Defusing our fiscal time bomb
Q: Winning an election often involves taking a strong ideological position to energize a partisan base. Actually governing, however, usually requires compromise. Will today's Republican leaders be able or willing to pivot successfully from campaigning to governing? Are there lessons from other fields on how to do it?
It seems pretty clear that the Republicans are poised to take control of the U.S. House of Representatives and to make major gains in the U.S. Senate in next week's midterm elections. Republicans have been able to do so, in large part, by capitalizing on the public's concern about federal spending, deficits and debt, coupled with the general anti-incumbent mood. It will be interesting to see whether President Obama and the new Congressional leadership can pivot after the elections in a manner that will allow some progress in defusing our fiscal time bomb. It clearly is in our nation's interest for them to do so, and hopefully they will. If not, we could face an even bigger fiscal crisis. Even if we can avoid a crisis until after the 2012 election cycle, absent meaningful action, the public's growing discontent will likely take a toll on a whole new set on incumbents in 2012.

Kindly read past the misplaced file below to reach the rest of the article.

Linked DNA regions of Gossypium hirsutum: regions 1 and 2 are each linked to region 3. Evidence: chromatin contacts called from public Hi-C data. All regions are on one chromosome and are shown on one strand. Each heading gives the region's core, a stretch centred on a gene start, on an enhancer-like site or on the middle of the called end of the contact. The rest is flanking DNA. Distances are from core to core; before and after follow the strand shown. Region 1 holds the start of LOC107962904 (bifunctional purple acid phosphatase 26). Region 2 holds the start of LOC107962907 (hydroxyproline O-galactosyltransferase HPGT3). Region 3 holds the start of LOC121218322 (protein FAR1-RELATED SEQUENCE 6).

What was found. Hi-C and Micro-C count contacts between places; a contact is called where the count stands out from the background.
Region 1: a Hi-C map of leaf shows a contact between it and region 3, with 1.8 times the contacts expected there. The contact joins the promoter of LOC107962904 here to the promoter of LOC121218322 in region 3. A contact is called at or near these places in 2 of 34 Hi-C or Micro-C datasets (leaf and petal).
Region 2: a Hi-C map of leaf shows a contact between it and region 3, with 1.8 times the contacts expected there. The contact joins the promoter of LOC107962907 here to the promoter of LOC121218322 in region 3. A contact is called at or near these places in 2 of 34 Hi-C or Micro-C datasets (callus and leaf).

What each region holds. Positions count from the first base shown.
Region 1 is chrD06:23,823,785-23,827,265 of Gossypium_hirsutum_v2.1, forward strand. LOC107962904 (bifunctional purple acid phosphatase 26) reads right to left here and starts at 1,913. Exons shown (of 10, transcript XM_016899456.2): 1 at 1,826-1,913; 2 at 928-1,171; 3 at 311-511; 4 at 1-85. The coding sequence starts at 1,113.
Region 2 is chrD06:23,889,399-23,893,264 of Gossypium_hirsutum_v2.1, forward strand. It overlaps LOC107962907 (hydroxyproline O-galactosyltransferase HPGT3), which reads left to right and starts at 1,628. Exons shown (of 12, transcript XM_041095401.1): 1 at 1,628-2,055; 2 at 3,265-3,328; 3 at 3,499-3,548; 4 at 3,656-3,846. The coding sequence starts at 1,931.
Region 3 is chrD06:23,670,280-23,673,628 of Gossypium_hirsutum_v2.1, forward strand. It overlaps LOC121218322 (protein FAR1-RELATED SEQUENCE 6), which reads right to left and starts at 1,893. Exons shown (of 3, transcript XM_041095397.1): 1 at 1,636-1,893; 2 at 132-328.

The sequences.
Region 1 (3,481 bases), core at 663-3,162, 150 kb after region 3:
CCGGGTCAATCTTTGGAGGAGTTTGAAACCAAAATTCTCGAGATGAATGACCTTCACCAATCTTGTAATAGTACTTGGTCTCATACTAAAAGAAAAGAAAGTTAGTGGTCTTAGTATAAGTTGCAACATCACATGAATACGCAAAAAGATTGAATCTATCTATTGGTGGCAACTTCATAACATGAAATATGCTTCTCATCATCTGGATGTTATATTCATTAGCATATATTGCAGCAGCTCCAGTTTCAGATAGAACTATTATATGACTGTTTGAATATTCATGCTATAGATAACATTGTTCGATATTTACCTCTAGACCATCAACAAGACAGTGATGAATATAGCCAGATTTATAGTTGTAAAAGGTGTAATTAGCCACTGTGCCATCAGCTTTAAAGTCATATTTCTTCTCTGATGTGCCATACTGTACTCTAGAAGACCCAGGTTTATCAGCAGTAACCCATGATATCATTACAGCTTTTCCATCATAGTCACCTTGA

October 26, 2010; 9:58 AM ET
Category: Accomplishing Goals , Congressional leadership , Crisis leadership , Economic crisis , Government leadership , Managing Crises , Political leadership , Politics , Presidential leadership Save & Share:
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